Mars Curiosity’s “Sky Crane” Lander

Sky Crane is NASA’s descent module from the Mars Science Laboratory that will land a roving robot, Curiosity, on the Martian surface. It will lower Curiosity on a tether and the robot is supposed to land upright with its wheels ready to move. This operation is scheduled for August 16.

Robotic Graveyard

Scientists on Earth have been sending probes and robots to Mars since the 1960s. The failure rate of these missions has led to epithets such as the ‘Martian Curse’. There was a suggestion that a ‘Great Galactic Ghoul’ lives on Mars and feeds on a diet of probes from Earth.

Mars is a sphere with the surface area of the Earth’s continental masses put together. Its gravitational pull is one third of Earth’s and its carbon dioxide and nitrogen atmosphere is just one tenth the density of the Earth’s. The friction of a decent to Mars creates heat around a spacecraft, but brakes it only slightly.

Only half of the 38 Earth launches of spacecraft to Mars have reached the planet. Seven of 12 missions that landed on the surface managed to transmit information back to Earth. Most of the failures were early Soviet launches in the 1960s and 1970s. Just 13 of NASA’s 20 Mars missions were successful and six out of seven landing missions succeeded.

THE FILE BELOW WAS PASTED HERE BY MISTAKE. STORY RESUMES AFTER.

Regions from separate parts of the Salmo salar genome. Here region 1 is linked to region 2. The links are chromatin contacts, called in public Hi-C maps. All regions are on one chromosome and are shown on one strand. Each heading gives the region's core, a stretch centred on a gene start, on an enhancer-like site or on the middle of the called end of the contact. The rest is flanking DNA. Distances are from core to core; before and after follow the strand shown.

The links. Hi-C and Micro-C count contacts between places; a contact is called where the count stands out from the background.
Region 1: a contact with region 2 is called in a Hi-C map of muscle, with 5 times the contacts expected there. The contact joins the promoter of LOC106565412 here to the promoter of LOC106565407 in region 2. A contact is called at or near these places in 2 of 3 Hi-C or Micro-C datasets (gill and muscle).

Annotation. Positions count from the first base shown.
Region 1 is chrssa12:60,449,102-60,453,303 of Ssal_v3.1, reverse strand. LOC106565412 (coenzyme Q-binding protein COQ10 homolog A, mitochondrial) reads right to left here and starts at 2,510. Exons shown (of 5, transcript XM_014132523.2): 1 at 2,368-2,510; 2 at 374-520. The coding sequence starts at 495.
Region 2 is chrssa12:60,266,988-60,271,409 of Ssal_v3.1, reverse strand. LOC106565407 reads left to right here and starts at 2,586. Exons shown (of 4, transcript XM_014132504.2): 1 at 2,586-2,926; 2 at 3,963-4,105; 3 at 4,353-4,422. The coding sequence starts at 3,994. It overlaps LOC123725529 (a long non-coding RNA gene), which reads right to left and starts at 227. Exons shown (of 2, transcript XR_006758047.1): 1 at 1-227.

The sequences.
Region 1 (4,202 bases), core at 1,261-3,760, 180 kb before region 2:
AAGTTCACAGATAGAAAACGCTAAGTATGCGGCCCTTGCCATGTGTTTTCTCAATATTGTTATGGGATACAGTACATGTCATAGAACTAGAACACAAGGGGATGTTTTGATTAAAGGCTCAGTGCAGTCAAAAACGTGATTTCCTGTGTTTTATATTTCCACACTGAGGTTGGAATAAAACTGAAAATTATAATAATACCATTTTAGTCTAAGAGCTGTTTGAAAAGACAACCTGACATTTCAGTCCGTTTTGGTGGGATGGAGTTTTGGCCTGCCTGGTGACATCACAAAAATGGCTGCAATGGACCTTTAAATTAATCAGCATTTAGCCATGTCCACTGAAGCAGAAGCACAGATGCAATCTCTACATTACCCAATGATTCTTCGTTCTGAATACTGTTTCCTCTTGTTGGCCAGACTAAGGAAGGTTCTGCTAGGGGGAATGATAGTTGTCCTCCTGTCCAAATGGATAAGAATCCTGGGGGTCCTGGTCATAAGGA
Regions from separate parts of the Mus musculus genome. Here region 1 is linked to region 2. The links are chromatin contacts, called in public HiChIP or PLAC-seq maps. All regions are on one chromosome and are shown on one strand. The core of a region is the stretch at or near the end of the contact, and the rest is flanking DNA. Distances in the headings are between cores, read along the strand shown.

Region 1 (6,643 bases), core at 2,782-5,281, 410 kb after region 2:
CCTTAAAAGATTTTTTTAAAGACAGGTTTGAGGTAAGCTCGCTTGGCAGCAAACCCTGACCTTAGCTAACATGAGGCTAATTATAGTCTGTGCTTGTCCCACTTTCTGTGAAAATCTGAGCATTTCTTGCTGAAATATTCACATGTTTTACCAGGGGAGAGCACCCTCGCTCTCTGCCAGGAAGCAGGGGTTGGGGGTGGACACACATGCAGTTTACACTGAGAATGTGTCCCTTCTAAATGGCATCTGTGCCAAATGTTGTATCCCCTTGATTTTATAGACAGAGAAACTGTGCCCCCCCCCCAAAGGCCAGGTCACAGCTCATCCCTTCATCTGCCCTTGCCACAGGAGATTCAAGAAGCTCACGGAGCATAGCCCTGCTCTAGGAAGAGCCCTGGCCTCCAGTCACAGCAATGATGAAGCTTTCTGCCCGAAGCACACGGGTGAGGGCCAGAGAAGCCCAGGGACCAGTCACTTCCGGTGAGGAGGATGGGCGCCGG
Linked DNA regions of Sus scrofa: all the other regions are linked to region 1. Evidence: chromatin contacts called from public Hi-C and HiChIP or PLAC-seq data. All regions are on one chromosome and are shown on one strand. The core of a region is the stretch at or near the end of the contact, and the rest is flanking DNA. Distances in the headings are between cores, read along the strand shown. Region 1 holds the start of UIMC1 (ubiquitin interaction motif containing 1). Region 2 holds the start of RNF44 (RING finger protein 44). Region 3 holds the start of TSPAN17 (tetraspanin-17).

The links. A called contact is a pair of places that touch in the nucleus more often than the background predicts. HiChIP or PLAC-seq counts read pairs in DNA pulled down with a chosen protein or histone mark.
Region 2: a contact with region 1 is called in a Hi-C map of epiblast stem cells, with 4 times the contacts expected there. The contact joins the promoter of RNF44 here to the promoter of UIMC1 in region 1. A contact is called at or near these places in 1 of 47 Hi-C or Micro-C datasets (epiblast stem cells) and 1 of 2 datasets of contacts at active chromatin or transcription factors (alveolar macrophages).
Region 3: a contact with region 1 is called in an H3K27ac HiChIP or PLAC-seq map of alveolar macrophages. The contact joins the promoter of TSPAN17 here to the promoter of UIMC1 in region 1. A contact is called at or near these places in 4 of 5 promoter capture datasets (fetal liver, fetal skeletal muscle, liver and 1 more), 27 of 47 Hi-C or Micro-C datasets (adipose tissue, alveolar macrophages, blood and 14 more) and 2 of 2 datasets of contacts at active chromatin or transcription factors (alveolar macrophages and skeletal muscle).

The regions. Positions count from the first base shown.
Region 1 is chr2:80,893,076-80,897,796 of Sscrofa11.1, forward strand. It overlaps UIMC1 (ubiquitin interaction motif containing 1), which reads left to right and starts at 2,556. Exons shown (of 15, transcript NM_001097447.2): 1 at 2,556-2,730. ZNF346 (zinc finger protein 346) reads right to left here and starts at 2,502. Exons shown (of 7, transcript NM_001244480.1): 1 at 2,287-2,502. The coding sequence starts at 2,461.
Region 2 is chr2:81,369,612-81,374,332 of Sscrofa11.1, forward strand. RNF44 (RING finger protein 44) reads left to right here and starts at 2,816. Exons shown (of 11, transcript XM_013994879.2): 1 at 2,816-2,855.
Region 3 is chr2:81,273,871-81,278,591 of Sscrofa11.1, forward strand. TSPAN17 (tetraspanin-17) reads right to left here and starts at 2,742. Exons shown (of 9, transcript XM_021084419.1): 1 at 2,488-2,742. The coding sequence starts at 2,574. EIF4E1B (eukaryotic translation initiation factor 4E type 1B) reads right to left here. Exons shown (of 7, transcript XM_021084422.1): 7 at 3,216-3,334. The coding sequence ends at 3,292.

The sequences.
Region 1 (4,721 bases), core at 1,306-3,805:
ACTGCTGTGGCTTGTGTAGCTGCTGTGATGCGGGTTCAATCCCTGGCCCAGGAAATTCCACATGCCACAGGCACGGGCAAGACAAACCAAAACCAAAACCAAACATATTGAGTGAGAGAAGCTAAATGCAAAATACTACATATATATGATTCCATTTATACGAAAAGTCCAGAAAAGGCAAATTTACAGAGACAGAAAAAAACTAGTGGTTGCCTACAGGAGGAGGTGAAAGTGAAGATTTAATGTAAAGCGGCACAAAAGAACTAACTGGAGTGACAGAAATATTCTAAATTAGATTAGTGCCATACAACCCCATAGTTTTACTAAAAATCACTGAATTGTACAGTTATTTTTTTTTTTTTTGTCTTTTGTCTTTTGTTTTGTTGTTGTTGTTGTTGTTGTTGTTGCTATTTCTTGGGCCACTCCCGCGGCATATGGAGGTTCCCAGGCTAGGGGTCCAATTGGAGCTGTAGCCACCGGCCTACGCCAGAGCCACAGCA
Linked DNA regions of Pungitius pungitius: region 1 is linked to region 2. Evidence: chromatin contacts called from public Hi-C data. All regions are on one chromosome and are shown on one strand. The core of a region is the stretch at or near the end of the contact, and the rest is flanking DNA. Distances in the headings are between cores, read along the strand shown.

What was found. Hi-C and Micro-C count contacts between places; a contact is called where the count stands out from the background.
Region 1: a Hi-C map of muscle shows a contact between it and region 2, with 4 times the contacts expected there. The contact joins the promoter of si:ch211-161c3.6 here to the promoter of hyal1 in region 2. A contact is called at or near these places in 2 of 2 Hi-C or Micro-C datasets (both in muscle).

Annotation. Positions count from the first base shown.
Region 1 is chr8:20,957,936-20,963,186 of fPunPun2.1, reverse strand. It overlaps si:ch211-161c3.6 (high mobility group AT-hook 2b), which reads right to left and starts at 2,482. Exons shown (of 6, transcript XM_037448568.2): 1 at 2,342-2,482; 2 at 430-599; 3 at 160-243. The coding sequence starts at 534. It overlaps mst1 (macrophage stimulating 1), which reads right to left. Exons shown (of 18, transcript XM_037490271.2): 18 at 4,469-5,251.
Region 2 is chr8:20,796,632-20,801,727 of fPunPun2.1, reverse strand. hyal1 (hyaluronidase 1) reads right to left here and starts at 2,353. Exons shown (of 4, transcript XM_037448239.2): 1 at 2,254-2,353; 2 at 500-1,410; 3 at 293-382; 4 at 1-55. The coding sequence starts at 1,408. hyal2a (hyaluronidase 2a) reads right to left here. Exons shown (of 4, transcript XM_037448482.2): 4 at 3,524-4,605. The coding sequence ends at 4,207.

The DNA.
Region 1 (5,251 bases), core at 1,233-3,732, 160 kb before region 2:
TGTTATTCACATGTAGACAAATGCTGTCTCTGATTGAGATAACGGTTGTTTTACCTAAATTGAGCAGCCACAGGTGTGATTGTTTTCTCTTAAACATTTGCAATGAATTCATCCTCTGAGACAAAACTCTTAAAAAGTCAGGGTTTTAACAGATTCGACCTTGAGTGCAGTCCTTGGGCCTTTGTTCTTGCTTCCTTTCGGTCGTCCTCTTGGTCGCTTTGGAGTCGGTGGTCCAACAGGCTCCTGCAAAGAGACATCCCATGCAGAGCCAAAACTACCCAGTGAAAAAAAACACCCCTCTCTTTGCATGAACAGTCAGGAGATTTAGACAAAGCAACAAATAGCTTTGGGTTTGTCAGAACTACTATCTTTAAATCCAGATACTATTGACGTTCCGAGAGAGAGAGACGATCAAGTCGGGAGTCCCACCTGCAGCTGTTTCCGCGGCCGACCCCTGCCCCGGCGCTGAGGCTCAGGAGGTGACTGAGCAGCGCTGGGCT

Landing Procedure

NASA has used heat shields, parachutes and airbags to assist probes landing on Mars (video). The Curiosity rover’s weight is three-quarters of a ton, the same as an SUV. Airbags that could cushion its landing would be too heavy for the transport vehicle and a parachute alone could not inflate in time before the rover lands.

Curiosity will begin its descent with its folded legs stored between a heat shield below and a parachute above. Its descent speed should be 1,000 mph at a height of four miles. The heat shield will burn away and the parachute will come into service. At three miles above the surface and a speed of 187 mph, the parachute and heat shield are jettisoned.

The rest of the landing will be determined by a ground-sensing radar on the underside of the rover. Retrorockets will fire from the side at half a mile above the surface. At 115 feet, the descent vehicle releases a 65-foot tether that should slow Curiosity’s descent to one mph as its hits the surface.

On touchdown, explosive bolts fire to sever the tether from the rover and send it some distance away. At this point, Curiosity should be able to start exploring.

The Sky Crane will begin its risky landing procedure on the 6th of August 2012; follow the countdown of the Curiosity Landing and this article’s author, Jack Rasmussen on